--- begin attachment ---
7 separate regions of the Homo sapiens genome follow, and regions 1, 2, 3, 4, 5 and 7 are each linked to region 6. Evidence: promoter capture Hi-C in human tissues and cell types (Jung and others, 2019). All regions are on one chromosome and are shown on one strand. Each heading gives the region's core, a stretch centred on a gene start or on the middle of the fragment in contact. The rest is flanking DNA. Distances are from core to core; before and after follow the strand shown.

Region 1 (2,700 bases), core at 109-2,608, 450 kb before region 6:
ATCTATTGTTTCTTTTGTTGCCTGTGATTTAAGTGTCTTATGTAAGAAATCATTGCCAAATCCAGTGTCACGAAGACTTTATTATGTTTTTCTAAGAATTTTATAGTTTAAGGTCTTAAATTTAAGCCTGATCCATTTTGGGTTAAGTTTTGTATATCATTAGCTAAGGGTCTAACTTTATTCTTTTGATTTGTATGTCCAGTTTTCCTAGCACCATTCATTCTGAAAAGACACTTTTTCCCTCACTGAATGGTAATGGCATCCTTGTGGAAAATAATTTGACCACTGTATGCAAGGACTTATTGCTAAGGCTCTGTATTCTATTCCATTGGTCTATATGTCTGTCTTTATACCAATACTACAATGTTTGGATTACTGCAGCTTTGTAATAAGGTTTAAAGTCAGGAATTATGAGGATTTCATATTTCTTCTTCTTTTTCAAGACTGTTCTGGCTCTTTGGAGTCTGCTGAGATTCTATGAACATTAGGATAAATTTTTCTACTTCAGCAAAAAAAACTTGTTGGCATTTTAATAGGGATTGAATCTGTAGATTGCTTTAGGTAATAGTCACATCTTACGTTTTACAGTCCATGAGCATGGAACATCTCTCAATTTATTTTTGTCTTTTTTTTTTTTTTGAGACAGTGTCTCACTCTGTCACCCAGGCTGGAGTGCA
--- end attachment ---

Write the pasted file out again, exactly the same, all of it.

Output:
7 separate regions of the Homo sapiens genome follow, and regions 1, 2, 3, 4, 5 and 7 are each linked to region 6. Evidence: promoter capture Hi-C in human tissues and cell types (Jung and others, 2019). All regions are on one chromosome and are shown on one strand. Each heading gives the region's core, a stretch centred on a gene start or on the middle of the fragment in contact. The rest is flanking DNA. Distances are from core to core; before and after follow the strand shown.

Region 1 (2,700 bases), core at 109-2,608, 450 kb before region 6:
ATCTATTGTTTCTTTTGTTGCCTGTGATTTAAGTGTCTTATGTAAGAAATCATTGCCAAATCCAGTGTCACGAAGACTTTATTATGTTTTTCTAAGAATTTTATAGTTTAAGGTCTTAAATTTAAGCCTGATCCATTTTGGGTTAAGTTTTGTATATCATTAGCTAAGGGTCTAACTTTATTCTTTTGATTTGTATGTCCAGTTTTCCTAGCACCATTCATTCTGAAAAGACACTTTTTCCCTCACTGAATGGTAATGGCATCCTTGTGGAAAATAATTTGACCACTGTATGCAAGGACTTATTGCTAAGGCTCTGTATTCTATTCCATTGGTCTATATGTCTGTCTTTATACCAATACTACAATGTTTGGATTACTGCAGCTTTGTAATAAGGTTTAAAGTCAGGAATTATGAGGATTTCATATTTCTTCTTCTTTTTCAAGACTGTTCTGGCTCTTTGGAGTCTGCTGAGATTCTATGAACATTAGGATAAATTTTTCTACTTCAGCAAAAAAAACTTGTTGGCATTTTAATAGGGATTGAATCTGTAGATTGCTTTAGGTAATAGTCACATCTTACGTTTTACAGTCCATGAGCATGGAACATCTCTCAATTTATTTTTGTCTTTTTTTTTTTTTTGAGACAGTGTCTCACTCTGTCACCCAGGCTGGAGTGCA